Festival was a right royal day out!
Published 28 Aug 2012 09:30 0 Comments
Picture: Jim Payne
Visitors to Dunfermline were royally thrilled as they mingled with jesters and jousting knights at the eighth Bruce Festival.
The weekend event survived Saturday's downpours to celebrate the city's famous past and bring the history of 14th century Scotland to life.
The sights and sounds of the Robert the Bruce story were encapsulated in the free festival in Pittencrieff Park.
Maggie Mitchell, chief executive of Bruce Festival organisers Dunfermline Delivers, said, "This year's festival was a great event, with people from as far afield as the USA, Canada and Argentina visiting.
"The sword procession, featuring an exact replica of Robert the Bruce's sword, provided a great start to the festival with the procession making its way through the historic quarter and onto the festival.
"The sword was then presented to a real-life Bruce descendent, Lord Charles Bruce, son of the Earl of Elgin.
"Following this the festival was officially opened by the Provost of Fife, Jim Leishman."
She added, "The entertainment, including 14th century music, actors and re-enactment battle scenes, created a fantastic atmosphere.
"The festival also included local food stalls that were so popular several sold out before the end of the day.
"The brief spell of rain late on Saturday did nothing to dampen spirits, although it did cause a small rush on the beer tent!
"This tent offered customers a chance to sample, among others, de Brus Dunfermline Blond Ale, a beer created in memory of Robert the Bruce."
Maggie said the sword procession helped the event stand out for visitors, including the eye-catching opening ritual which gave visitors an insight into the ceremonies of the times.
She said, "We really wanted to make the event as authentic as possible, allowing visitors to feel like they'd been transported back to feudal times of the 14th century."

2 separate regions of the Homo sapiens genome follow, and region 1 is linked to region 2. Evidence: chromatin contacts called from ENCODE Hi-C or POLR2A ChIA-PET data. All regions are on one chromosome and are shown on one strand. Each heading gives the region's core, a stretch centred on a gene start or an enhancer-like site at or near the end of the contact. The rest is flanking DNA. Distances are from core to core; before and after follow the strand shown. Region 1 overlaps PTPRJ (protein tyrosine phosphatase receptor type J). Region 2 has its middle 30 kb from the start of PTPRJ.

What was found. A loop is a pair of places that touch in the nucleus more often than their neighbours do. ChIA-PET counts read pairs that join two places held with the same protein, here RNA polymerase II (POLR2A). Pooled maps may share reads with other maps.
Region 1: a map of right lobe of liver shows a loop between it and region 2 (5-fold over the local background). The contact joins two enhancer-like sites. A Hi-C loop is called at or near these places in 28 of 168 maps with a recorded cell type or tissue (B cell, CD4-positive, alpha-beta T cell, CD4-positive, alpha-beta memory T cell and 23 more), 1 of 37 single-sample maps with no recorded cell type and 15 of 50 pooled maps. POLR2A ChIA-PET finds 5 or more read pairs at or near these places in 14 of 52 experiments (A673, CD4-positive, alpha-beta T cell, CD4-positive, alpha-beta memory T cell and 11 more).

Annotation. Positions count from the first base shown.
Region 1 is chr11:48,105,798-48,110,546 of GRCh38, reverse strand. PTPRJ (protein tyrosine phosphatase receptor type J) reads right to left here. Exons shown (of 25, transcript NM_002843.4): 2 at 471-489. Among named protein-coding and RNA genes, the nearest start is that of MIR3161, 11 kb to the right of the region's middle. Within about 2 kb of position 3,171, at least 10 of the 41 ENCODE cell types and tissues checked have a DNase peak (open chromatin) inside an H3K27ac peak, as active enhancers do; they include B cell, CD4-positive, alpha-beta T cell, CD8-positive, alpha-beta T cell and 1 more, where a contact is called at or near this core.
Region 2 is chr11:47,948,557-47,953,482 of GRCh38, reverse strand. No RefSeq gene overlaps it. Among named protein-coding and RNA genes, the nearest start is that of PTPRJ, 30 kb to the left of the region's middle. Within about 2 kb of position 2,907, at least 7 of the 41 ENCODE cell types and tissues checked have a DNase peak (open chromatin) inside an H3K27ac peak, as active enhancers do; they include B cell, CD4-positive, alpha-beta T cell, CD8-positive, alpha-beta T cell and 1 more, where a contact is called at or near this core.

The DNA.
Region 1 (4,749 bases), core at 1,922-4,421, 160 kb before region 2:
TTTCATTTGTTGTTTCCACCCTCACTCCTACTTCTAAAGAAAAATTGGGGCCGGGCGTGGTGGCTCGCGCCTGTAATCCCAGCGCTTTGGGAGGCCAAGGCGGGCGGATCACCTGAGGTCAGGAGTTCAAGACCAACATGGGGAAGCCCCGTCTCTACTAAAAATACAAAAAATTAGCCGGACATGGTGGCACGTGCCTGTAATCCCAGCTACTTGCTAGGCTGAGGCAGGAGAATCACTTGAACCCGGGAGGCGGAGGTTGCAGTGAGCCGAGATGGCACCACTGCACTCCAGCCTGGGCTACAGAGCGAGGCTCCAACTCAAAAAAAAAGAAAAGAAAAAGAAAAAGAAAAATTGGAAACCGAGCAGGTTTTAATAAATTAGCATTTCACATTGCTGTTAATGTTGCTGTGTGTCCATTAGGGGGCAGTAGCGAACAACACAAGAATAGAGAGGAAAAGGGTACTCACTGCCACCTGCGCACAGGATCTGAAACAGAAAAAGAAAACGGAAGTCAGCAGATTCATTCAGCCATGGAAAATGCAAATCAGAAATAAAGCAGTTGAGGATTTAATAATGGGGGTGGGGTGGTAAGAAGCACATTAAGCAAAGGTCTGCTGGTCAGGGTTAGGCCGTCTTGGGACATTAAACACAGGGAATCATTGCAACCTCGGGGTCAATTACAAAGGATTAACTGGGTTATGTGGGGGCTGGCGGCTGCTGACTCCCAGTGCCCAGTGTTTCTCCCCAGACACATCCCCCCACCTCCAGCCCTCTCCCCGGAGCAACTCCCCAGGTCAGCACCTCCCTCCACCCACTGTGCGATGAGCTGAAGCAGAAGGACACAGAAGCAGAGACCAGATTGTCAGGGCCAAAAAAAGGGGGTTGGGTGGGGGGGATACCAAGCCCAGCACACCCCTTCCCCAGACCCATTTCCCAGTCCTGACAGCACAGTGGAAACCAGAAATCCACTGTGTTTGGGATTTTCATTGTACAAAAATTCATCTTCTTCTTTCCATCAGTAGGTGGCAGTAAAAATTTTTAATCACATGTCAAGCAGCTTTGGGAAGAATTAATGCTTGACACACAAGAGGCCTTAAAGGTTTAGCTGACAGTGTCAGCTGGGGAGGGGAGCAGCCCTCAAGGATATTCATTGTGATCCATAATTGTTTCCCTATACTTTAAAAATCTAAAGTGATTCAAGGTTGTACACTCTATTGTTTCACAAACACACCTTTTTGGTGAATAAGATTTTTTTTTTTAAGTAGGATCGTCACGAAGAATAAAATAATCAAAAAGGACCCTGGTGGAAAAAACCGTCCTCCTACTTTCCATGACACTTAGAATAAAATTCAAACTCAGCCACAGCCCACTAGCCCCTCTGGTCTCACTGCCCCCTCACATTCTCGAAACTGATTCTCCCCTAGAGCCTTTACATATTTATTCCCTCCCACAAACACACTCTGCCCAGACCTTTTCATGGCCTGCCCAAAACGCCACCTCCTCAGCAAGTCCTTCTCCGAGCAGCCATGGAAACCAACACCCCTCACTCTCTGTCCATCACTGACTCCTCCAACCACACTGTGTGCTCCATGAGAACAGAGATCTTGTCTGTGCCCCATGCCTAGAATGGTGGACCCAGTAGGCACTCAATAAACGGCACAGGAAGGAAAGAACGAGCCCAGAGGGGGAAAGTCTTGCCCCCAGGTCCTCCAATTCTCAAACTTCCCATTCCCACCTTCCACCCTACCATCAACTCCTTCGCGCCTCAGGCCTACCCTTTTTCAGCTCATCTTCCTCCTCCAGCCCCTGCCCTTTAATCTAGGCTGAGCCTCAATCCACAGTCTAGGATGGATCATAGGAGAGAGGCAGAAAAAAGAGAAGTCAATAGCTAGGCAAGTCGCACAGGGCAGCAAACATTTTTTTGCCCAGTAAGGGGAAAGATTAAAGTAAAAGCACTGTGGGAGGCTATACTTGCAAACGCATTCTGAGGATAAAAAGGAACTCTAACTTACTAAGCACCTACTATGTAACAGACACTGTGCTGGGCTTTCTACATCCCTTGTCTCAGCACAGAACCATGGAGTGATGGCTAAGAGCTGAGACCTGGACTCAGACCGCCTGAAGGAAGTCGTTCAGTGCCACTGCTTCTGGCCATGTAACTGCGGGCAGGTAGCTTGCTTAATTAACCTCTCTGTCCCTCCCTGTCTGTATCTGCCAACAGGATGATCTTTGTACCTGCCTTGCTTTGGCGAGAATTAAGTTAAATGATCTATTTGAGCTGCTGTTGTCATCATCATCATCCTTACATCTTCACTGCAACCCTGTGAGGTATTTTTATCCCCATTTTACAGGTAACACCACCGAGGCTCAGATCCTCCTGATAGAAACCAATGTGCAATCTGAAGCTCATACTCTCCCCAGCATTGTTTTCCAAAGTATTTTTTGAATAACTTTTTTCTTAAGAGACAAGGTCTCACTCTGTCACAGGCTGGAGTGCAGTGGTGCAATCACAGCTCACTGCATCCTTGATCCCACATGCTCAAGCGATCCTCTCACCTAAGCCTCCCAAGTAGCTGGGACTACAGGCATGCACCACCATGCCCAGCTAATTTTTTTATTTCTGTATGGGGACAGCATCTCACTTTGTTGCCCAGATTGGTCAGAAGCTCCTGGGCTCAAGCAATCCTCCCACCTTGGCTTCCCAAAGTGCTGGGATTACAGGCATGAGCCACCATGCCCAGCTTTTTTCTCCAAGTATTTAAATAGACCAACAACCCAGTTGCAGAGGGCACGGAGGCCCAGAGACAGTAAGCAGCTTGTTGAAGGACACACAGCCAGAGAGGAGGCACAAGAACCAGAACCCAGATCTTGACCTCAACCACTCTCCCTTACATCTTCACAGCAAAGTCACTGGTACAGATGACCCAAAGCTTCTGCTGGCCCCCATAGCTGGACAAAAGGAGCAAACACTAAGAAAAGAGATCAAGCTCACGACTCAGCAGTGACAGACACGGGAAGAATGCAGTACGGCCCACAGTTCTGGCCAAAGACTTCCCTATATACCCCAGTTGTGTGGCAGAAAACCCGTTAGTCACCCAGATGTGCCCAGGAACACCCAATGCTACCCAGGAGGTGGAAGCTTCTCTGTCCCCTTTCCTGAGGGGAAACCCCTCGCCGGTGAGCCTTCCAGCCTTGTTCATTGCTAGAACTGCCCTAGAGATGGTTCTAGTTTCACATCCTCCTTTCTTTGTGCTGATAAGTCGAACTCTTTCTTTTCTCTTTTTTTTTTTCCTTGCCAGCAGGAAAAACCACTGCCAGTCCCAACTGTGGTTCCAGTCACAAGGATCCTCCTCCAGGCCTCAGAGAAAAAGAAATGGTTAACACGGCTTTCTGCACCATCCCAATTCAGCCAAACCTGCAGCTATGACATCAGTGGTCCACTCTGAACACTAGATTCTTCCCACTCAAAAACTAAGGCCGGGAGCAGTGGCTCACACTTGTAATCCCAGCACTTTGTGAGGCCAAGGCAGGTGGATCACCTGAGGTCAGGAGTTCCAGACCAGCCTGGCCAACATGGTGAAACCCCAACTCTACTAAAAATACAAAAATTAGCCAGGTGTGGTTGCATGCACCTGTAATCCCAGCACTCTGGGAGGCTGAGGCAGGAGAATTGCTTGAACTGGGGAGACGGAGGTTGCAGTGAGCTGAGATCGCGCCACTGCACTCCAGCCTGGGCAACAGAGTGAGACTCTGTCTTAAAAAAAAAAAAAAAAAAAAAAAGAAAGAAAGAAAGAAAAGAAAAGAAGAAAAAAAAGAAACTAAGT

For the first time a medieval fashion show took centre stage, allowing children and adults alike the chance to see how people of different classes dressed, with the models explaining these differences.
Also a hit, particularly with the younger generations, was the jousting arena, where knights on horseback charged at each other, lances bouncing off shields as spectators cheered.
Gifford Bruce, managing director of the Alfred Stewart Property Foundation, main private sponsors of the festival, said, "We're delighted to have played our part in this year's successful Bruce Festival.
"The Alfred Stewart Property Foundation has been set up to develop projects that generate revenues which is then reinvested in community projects within Dunfermline, so the Bruce Festival is an excellent fit.
"Alf Stewart helped to get the festival up and running in its early years and we are very pleased to see our support result in an event that the whole community celebrates."
See this week's Press for a festival picture special.
This article appeared in Dunfermline Press 28 Aug 12